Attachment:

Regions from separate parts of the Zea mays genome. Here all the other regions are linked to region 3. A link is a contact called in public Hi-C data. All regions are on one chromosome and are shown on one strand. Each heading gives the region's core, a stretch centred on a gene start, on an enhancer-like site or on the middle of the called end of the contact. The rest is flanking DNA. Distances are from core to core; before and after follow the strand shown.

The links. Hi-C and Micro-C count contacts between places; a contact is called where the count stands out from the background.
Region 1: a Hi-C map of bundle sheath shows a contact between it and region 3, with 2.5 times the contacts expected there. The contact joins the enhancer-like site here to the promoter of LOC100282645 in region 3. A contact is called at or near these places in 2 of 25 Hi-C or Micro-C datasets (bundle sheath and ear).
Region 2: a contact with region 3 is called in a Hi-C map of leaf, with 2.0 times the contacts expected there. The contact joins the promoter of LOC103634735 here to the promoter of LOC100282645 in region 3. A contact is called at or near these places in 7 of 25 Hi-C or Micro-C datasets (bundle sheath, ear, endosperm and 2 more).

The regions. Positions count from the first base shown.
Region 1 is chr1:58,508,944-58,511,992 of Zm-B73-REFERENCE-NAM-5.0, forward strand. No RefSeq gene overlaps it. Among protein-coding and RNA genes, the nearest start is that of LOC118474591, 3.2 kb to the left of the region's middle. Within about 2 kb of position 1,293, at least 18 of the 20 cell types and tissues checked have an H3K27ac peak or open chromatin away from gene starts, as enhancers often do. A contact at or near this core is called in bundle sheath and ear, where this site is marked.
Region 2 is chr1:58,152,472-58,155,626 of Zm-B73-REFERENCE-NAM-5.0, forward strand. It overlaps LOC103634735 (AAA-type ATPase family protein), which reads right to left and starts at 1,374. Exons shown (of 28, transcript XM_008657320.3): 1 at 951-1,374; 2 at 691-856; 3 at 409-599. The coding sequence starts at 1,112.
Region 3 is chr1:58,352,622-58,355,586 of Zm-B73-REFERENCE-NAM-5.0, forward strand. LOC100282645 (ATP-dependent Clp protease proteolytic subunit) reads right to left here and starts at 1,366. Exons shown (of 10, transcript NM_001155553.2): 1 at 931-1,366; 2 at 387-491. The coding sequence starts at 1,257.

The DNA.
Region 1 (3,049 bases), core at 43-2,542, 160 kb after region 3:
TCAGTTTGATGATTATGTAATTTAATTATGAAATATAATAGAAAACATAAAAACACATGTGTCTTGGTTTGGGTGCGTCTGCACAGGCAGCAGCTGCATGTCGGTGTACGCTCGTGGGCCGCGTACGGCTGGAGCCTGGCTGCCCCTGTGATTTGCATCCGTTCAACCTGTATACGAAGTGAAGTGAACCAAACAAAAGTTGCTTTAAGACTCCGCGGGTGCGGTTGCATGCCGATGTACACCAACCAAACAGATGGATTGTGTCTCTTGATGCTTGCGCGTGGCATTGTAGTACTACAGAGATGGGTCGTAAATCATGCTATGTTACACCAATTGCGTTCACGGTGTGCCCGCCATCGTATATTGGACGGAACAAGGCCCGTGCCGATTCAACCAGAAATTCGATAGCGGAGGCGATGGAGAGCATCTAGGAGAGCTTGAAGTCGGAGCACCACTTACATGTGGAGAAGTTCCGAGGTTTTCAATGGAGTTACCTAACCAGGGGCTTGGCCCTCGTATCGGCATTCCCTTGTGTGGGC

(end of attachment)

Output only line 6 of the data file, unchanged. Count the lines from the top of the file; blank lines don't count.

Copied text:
Region 1 is chr1:58,508,944-58,511,992 of Zm-B73-REFERENCE-NAM-5.0, forward strand. No RefSeq gene overlaps it. Among protein-coding and RNA genes, the nearest start is that of LOC118474591, 3.2 kb to the left of the region's middle. Within about 2 kb of position 1,293, at least 18 of the 20 cell types and tissues checked have an H3K27ac peak or open chromatin away from gene starts, as enhancers often do. A contact at or near this core is called in bundle sheath and ear, where this site is marked.